Given the frequent mTOR activation found in human CCC tumor specimens (Fig. 1), we evaluated the expression of phospho-mTOR in four human CCC cell lines by western blotting. As shown in Fig. 2A, under serum-starvation conditions, mTOR was phosphorylated in all CCC cell lines tested, which is consistent with immunohistochemical results observed with tumor samples. We next examined the efficacy of mTOR pathway inhibition by RAD001 on the proliferation of CCC cells in vitro. For this purpose, we performed a MTS assay using two of these CCC cell lines with activated AKT/mTOR signaling. As shown in Fig. 2B, RAD001 inhibited the proliferation of RMG1 and KOC7C cells in vitro, with ~25% inhibition at the highest drug concentration tested (Fig. 2B).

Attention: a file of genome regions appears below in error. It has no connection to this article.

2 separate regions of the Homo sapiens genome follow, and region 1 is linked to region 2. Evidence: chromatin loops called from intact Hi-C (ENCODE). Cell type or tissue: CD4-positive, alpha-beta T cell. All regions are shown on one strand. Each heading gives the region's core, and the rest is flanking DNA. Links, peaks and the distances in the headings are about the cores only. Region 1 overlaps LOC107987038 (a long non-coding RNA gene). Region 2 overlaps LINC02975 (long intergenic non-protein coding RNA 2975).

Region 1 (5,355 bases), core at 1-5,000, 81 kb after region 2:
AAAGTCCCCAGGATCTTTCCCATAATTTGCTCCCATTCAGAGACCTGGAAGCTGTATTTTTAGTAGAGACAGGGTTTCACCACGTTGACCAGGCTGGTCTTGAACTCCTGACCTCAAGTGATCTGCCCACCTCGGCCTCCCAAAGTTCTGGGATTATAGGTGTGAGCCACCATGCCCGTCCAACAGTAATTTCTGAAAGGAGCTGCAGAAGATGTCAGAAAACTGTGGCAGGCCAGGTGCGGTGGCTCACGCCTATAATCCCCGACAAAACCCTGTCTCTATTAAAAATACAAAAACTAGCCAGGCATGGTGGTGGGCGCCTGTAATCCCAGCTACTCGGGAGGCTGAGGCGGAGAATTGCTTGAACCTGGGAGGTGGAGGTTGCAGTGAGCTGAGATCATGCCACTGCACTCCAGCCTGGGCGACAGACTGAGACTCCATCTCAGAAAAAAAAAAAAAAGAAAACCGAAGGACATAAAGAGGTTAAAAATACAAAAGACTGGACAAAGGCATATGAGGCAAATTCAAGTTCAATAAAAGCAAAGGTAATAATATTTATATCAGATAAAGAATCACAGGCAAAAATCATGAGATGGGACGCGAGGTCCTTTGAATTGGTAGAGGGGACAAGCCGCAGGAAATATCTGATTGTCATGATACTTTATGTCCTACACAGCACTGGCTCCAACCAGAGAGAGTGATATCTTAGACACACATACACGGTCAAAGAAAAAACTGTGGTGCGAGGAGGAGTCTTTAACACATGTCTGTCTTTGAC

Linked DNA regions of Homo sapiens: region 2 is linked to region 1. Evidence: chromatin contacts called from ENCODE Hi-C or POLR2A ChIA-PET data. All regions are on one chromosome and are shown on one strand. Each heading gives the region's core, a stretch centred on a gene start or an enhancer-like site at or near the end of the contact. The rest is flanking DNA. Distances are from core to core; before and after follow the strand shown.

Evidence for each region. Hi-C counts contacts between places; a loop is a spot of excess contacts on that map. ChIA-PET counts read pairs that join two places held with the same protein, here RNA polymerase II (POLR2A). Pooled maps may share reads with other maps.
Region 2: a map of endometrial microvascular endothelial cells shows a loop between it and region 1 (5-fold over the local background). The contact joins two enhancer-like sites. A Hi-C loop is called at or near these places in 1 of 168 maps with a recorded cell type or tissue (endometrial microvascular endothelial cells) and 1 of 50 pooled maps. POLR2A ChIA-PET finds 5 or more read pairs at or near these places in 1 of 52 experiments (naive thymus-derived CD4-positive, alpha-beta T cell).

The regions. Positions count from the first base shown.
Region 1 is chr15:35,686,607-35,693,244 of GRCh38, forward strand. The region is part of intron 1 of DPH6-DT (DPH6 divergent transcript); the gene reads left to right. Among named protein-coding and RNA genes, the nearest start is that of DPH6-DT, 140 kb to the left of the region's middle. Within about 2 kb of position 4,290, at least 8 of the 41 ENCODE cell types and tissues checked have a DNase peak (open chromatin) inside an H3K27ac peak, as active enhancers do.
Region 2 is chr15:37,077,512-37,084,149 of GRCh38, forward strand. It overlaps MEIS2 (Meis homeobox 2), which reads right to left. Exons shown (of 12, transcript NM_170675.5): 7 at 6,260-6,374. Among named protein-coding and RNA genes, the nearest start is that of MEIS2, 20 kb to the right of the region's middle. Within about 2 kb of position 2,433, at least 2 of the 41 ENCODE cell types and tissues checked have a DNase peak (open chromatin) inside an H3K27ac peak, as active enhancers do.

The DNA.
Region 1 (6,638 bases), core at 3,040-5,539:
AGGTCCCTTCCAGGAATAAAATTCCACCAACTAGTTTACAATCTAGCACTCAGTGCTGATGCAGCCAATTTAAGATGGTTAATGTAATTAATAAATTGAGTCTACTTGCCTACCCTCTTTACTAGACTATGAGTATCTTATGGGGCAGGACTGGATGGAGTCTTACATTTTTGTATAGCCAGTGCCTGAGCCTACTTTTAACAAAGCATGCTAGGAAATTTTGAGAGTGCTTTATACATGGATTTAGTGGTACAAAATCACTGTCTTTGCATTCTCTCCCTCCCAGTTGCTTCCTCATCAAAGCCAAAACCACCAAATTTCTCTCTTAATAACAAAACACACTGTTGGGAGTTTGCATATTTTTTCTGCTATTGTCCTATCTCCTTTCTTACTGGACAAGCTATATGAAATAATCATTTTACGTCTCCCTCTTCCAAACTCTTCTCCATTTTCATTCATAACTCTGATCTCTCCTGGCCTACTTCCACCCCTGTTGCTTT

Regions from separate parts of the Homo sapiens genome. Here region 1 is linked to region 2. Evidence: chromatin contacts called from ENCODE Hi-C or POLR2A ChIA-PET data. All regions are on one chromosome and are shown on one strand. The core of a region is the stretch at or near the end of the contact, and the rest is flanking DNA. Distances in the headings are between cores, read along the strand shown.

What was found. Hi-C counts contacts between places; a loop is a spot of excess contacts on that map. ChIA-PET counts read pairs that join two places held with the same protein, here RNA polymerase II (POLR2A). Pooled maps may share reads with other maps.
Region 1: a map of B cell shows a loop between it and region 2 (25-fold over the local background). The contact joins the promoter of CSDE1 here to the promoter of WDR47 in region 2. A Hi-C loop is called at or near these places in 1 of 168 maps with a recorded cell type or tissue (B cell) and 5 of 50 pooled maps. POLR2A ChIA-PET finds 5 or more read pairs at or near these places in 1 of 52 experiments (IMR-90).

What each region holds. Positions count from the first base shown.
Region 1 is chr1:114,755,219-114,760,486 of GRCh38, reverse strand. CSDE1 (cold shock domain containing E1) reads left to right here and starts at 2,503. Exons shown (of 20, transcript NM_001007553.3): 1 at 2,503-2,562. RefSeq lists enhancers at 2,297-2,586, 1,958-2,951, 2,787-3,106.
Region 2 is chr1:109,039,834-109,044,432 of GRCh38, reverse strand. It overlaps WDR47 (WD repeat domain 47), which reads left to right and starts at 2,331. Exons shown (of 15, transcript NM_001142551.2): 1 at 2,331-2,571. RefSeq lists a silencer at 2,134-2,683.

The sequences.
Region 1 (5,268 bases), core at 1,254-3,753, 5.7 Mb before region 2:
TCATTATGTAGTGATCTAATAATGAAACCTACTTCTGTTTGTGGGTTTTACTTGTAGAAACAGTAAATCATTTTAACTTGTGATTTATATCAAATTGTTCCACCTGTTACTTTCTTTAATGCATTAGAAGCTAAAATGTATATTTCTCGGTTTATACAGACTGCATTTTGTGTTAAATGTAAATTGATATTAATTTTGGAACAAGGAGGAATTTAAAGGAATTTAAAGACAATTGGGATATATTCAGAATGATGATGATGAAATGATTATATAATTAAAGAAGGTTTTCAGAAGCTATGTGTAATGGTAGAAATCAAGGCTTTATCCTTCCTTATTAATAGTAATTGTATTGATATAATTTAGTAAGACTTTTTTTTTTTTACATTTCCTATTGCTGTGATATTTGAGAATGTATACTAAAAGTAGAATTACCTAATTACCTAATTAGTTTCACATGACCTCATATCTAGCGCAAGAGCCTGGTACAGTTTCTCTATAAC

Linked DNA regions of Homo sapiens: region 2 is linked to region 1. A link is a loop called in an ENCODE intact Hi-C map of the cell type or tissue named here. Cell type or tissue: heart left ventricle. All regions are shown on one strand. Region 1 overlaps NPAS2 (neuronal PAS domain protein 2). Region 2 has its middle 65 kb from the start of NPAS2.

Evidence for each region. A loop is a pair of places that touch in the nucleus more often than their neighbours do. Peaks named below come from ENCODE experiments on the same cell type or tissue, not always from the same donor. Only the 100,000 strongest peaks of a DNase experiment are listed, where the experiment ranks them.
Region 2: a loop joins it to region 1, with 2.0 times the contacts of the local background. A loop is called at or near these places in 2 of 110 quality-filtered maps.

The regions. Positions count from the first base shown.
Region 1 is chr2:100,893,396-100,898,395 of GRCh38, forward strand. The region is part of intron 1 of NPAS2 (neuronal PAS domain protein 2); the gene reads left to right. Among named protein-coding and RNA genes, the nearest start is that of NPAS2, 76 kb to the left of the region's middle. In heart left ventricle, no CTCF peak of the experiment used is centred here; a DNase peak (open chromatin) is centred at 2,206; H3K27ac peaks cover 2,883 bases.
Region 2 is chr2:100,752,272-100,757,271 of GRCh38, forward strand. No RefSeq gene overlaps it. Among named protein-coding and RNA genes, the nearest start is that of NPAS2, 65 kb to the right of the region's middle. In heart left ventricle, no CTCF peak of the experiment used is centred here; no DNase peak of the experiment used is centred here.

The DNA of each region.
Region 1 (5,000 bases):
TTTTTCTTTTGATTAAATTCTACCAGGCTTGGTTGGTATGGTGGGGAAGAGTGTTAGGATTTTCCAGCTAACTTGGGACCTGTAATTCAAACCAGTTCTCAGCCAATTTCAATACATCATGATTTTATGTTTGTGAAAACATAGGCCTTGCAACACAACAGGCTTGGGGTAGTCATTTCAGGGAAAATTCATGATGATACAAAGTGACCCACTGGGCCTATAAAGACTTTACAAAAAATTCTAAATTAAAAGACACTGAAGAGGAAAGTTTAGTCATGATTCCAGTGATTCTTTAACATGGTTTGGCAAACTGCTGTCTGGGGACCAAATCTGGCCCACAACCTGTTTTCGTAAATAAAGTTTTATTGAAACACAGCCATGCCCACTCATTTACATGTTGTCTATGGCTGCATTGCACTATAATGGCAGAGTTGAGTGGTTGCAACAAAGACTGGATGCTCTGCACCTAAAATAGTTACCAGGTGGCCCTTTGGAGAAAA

To determine if the anti-proliferative effects of RAD001 result from inhibition of mTOR signaling, we examined the effect of RAD001 on the phosphorylation of downstream p70S6K in RMG1 and KOC7C cells. As shown in Fig. 2C, AKT, mTOR and p70S6K were phosphorylated in both cell lines, indicative of the hyperactivation of the AKT/mTOR pathway. As expected, phosphorylation of the downstream effector p70S6K was significantly decreased in both cell lines by treatment with RAD001, indicating that RAD001 effectively inhibits mTOR signaling in CCC cells. Although previous studies have shown that mTOR inhibition is associated with a feedback activation of AKT which may result in resistance to mTOR inhibition (32-35), no significant increase in the phosphorylation of AKT was observed in response to RAD001 in these CCC cell lines. Rapamycin and its derivatives are generally regarded as having cytostatic effects; however, in some tumor cells, these agents have also been reported to induce apoptosis (36). To determine the mechanism by which RAD001 inhibits cell proliferation, we first examined the effect of RAD001 on cell cycle progression by flow cytometry. As shown in Fig. 2D (i), the percentage of cells in G1 phase was significantly increased in both RMG1 and KOC7C cells after 2-day treatment with 10 nM RAD001. In both cell lines, the percentage of apoptotic cells in the sub-G1 peak did not change after treatment with RAD001. Moreover, as shown in Fig. 4B, treatment with 10 nM RAD001 did not induce cleavage of PARP in these cells. We also examined whether treatment with RAD001 induces autophagic cell death in CCC cells. It has been reported that LC3B-I is converted to LC3B-II during autophagy (37). However, as shown in Fig. 2D (ii), the conversion of LC3B-I to the lower migrating form LC3B-II was not induced in response to treatment with RAD001 in RMG1 or KOC7C cells. Furthermore, as shown in Fig. 2D (iii), treatment with 10 nM of RAD001 did not induce punctate staining for LC3B, an indicator of authophagy associated with the concentration of LC3 in autophagosomalvacuoles (37). Collectively, these results suggest that RAD001 most likely affects CCC cells by inducing cell cycle arrest (17).